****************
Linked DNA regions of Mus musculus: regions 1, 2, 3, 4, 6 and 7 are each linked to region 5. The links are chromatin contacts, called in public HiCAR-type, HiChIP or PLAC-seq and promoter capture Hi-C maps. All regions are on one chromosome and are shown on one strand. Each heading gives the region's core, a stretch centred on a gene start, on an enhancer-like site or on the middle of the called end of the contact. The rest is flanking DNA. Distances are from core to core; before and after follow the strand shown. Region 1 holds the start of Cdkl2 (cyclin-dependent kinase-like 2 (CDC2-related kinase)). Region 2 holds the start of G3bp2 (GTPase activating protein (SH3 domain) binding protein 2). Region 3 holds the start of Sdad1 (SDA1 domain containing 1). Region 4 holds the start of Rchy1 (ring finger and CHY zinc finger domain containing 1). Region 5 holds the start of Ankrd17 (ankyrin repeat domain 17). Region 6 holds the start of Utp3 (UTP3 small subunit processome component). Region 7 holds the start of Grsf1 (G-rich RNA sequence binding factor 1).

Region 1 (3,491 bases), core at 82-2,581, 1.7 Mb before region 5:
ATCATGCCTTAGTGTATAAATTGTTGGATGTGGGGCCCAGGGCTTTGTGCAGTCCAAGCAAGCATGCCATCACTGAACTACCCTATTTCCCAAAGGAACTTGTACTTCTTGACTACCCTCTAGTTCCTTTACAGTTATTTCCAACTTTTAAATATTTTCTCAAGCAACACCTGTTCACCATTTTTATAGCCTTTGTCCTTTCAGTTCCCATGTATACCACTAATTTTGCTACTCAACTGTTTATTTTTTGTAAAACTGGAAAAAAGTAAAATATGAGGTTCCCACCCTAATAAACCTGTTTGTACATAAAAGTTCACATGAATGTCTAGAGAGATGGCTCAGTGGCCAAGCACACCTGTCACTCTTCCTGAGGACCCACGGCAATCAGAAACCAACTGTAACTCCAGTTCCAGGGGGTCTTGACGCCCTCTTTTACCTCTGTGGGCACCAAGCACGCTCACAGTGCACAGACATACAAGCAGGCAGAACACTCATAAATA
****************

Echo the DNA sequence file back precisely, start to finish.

Linked DNA regions of Mus musculus: regions 1, 2, 3, 4, 6 and 7 are each linked to region 5. The links are chromatin contacts, called in public HiCAR-type, HiChIP or PLAC-seq and promoter capture Hi-C maps. All regions are on one chromosome and are shown on one strand. Each heading gives the region's core, a stretch centred on a gene start, on an enhancer-like site or on the middle of the called end of the contact. The rest is flanking DNA. Distances are from core to core; before and after follow the strand shown. Region 1 holds the start of Cdkl2 (cyclin-dependent kinase-like 2 (CDC2-related kinase)). Region 2 holds the start of G3bp2 (GTPase activating protein (SH3 domain) binding protein 2). Region 3 holds the start of Sdad1 (SDA1 domain containing 1). Region 4 holds the start of Rchy1 (ring finger and CHY zinc finger domain containing 1). Region 5 holds the start of Ankrd17 (ankyrin repeat domain 17). Region 6 holds the start of Utp3 (UTP3 small subunit processome component). Region 7 holds the start of Grsf1 (G-rich RNA sequence binding factor 1).

Region 1 (3,491 bases), core at 82-2,581, 1.7 Mb before region 5:
ATCATGCCTTAGTGTATAAATTGTTGGATGTGGGGCCCAGGGCTTTGTGCAGTCCAAGCAAGCATGCCATCACTGAACTACCCTATTTCCCAAAGGAACTTGTACTTCTTGACTACCCTCTAGTTCCTTTACAGTTATTTCCAACTTTTAAATATTTTCTCAAGCAACACCTGTTCACCATTTTTATAGCCTTTGTCCTTTCAGTTCCCATGTATACCACTAATTTTGCTACTCAACTGTTTATTTTTTGTAAAACTGGAAAAAAGTAAAATATGAGGTTCCCACCCTAATAAACCTGTTTGTACATAAAAGTTCACATGAATGTCTAGAGAGATGGCTCAGTGGCCAAGCACACCTGTCACTCTTCCTGAGGACCCACGGCAATCAGAAACCAACTGTAACTCCAGTTCCAGGGGGTCTTGACGCCCTCTTTTACCTCTGTGGGCACCAAGCACGCTCACAGTGCACAGACATACAAGCAGGCAGAACACTCATAAATA